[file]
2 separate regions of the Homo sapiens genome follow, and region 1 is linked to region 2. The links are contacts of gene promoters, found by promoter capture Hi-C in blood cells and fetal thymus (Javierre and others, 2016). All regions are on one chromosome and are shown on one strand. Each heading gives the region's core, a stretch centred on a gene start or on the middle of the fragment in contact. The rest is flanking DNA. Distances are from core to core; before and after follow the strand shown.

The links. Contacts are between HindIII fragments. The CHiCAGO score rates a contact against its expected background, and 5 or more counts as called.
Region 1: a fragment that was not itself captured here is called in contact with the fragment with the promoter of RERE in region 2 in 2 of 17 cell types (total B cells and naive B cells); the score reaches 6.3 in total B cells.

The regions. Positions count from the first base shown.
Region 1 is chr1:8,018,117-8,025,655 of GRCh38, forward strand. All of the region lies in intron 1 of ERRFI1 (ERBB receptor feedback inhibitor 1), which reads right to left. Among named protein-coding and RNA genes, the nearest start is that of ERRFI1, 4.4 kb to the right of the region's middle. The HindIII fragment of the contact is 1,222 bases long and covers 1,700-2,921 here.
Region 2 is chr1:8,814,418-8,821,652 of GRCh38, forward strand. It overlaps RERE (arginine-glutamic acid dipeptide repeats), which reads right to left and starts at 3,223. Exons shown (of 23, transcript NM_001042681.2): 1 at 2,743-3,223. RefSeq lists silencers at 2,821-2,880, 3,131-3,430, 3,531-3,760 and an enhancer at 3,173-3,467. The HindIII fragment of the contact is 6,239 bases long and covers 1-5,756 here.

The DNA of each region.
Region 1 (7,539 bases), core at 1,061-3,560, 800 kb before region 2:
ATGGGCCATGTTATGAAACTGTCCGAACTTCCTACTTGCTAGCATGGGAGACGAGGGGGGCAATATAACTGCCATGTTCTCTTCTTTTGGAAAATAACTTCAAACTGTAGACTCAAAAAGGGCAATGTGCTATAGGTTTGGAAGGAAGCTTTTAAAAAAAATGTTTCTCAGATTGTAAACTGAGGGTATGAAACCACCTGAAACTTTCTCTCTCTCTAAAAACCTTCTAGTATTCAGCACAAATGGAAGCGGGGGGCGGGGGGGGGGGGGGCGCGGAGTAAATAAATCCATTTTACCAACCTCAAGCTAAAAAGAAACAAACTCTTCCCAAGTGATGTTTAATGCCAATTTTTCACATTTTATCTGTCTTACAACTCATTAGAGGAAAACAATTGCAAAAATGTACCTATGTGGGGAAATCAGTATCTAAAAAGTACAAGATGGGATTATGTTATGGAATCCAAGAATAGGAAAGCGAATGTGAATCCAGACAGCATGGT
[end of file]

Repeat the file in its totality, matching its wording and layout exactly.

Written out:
2 separate regions of the Homo sapiens genome follow, and region 1 is linked to region 2. The links are contacts of gene promoters, found by promoter capture Hi-C in blood cells and fetal thymus (Javierre and others, 2016). All regions are on one chromosome and are shown on one strand. Each heading gives the region's core, a stretch centred on a gene start or on the middle of the fragment in contact. The rest is flanking DNA. Distances are from core to core; before and after follow the strand shown.

The links. Contacts are between HindIII fragments. The CHiCAGO score rates a contact against its expected background, and 5 or more counts as called.
Region 1: a fragment that was not itself captured here is called in contact with the fragment with the promoter of RERE in region 2 in 2 of 17 cell types (total B cells and naive B cells); the score reaches 6.3 in total B cells.

The regions. Positions count from the first base shown.
Region 1 is chr1:8,018,117-8,025,655 of GRCh38, forward strand. All of the region lies in intron 1 of ERRFI1 (ERBB receptor feedback inhibitor 1), which reads right to left. Among named protein-coding and RNA genes, the nearest start is that of ERRFI1, 4.4 kb to the right of the region's middle. The HindIII fragment of the contact is 1,222 bases long and covers 1,700-2,921 here.
Region 2 is chr1:8,814,418-8,821,652 of GRCh38, forward strand. It overlaps RERE (arginine-glutamic acid dipeptide repeats), which reads right to left and starts at 3,223. Exons shown (of 23, transcript NM_001042681.2): 1 at 2,743-3,223. RefSeq lists silencers at 2,821-2,880, 3,131-3,430, 3,531-3,760 and an enhancer at 3,173-3,467. The HindIII fragment of the contact is 6,239 bases long and covers 1-5,756 here.

The DNA of each region.
Region 1 (7,539 bases), core at 1,061-3,560, 800 kb before region 2:
ATGGGCCATGTTATGAAACTGTCCGAACTTCCTACTTGCTAGCATGGGAGACGAGGGGGGCAATATAACTGCCATGTTCTCTTCTTTTGGAAAATAACTTCAAACTGTAGACTCAAAAAGGGCAATGTGCTATAGGTTTGGAAGGAAGCTTTTAAAAAAAATGTTTCTCAGATTGTAAACTGAGGGTATGAAACCACCTGAAACTTTCTCTCTCTCTAAAAACCTTCTAGTATTCAGCACAAATGGAAGCGGGGGGCGGGGGGGGGGGGGGCGCGGAGTAAATAAATCCATTTTACCAACCTCAAGCTAAAAAGAAACAAACTCTTCCCAAGTGATGTTTAATGCCAATTTTTCACATTTTATCTGTCTTACAACTCATTAGAGGAAAACAATTGCAAAAATGTACCTATGTGGGGAAATCAGTATCTAAAAAGTACAAGATGGGATTATGTTATGGAATCCAAGAATAGGAAAGCGAATGTGAATCCAGACAGCATGGT